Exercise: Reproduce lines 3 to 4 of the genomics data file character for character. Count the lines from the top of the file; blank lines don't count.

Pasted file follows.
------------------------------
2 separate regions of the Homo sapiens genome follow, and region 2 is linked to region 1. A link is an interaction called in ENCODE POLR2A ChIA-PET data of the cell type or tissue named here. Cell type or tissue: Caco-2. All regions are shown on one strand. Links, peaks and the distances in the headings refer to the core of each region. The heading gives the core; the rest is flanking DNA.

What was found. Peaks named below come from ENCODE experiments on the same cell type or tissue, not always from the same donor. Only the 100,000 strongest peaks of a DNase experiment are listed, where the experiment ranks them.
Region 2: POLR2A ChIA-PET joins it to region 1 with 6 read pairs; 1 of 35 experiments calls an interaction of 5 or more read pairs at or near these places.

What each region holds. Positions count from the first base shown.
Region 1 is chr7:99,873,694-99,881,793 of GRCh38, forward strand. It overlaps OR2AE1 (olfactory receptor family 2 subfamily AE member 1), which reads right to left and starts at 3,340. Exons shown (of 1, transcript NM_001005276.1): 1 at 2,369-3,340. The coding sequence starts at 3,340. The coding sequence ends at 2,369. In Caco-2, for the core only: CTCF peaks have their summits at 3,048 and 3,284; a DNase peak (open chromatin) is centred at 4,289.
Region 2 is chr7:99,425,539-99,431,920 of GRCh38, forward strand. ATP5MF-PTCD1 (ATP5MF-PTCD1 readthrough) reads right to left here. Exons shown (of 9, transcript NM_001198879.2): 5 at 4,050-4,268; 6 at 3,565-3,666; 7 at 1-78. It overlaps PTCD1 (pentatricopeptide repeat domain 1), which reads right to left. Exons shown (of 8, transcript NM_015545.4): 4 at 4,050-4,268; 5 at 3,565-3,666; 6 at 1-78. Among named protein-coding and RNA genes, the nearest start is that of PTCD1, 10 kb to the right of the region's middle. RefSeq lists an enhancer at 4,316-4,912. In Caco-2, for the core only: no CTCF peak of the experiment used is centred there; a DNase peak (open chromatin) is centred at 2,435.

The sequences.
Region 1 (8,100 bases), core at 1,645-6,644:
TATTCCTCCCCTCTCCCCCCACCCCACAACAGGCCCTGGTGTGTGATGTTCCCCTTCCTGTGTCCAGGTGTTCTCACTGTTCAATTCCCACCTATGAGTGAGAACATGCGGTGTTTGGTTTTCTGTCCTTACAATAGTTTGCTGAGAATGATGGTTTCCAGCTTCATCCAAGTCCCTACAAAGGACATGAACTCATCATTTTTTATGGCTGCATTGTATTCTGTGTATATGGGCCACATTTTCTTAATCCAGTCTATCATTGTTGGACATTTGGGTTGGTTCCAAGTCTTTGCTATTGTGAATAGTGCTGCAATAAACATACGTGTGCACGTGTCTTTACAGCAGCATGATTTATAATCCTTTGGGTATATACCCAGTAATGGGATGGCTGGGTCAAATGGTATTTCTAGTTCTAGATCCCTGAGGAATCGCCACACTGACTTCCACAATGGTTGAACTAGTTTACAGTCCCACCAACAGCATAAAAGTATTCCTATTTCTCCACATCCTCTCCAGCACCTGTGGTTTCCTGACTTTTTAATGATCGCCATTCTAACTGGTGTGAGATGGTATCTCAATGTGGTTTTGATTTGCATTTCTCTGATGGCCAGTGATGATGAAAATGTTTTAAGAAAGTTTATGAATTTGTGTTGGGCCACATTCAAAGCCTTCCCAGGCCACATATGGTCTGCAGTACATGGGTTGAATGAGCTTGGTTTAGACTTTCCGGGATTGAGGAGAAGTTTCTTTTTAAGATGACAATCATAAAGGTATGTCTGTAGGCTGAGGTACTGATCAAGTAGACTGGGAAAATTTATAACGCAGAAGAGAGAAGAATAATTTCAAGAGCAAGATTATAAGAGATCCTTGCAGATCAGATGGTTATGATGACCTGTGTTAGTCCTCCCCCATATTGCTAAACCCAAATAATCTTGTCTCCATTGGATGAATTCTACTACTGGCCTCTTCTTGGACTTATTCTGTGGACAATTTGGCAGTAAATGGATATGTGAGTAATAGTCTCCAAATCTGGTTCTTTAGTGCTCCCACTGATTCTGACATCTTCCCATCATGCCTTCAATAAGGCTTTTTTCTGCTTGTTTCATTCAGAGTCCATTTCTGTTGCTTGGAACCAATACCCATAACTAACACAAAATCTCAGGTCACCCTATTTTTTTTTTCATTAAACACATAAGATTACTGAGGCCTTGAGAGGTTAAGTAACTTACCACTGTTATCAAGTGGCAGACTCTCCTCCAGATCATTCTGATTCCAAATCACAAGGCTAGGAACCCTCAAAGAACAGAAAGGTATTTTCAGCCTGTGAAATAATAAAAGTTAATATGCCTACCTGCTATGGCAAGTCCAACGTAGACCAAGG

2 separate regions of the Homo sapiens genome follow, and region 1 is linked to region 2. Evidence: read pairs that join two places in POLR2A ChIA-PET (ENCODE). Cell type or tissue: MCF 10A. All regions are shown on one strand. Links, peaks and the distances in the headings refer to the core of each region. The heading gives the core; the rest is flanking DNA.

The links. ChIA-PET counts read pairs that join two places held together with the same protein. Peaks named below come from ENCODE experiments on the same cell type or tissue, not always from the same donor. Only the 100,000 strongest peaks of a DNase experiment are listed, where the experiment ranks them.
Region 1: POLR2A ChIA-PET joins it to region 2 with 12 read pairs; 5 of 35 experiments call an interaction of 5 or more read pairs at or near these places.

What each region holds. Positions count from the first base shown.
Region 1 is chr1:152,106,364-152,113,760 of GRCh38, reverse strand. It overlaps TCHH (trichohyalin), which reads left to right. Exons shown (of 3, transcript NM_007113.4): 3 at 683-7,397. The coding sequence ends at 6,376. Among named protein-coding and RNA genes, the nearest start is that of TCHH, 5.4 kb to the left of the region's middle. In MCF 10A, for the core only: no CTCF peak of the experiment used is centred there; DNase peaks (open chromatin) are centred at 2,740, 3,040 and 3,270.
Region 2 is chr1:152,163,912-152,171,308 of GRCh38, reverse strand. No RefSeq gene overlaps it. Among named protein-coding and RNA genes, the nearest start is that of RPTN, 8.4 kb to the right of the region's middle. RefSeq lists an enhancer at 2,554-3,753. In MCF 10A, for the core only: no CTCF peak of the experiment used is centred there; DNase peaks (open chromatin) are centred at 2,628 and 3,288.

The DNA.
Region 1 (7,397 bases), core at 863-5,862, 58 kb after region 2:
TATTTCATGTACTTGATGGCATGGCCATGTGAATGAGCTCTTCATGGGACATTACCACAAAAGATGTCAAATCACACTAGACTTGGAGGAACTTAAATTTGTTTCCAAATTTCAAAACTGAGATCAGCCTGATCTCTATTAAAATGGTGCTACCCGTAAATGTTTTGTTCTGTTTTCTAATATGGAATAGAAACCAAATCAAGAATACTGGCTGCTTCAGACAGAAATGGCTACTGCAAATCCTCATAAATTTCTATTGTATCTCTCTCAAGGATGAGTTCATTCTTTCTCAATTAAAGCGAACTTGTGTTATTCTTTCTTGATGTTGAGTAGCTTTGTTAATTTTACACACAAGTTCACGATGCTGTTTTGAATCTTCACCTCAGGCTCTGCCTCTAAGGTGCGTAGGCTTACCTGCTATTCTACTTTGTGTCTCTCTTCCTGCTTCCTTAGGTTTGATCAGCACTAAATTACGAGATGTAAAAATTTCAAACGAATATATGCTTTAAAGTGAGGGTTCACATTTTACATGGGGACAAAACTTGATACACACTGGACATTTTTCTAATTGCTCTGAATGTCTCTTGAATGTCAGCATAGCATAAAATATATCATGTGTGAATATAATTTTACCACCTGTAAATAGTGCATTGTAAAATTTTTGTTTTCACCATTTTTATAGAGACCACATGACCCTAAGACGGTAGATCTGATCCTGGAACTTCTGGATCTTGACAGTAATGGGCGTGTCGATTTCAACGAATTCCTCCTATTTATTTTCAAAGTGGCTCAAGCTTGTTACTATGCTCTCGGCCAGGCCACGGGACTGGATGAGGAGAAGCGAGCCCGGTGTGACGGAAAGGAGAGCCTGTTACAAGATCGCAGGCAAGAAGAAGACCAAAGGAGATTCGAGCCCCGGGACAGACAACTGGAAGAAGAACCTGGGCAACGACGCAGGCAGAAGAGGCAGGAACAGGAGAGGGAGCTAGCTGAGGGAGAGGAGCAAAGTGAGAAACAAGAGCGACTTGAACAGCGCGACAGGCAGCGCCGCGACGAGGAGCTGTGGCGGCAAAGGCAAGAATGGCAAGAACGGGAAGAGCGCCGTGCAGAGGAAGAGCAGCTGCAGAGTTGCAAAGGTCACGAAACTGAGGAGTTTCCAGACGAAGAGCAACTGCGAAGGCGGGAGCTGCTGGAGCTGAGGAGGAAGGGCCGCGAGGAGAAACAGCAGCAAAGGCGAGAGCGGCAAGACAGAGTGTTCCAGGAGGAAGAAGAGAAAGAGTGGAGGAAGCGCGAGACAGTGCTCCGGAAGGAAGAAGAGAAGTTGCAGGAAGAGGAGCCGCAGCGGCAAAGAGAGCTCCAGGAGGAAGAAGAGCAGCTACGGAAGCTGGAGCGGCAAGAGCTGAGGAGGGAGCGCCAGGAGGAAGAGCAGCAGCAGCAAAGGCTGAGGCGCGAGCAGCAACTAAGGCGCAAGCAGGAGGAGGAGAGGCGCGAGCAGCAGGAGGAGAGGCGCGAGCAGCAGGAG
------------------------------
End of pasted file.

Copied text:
Region 2: POLR2A ChIA-PET joins it to region 1 with 6 read pairs; 1 of 35 experiments calls an interaction of 5 or more read pairs at or near these places.

What each region holds. Positions count from the first base shown.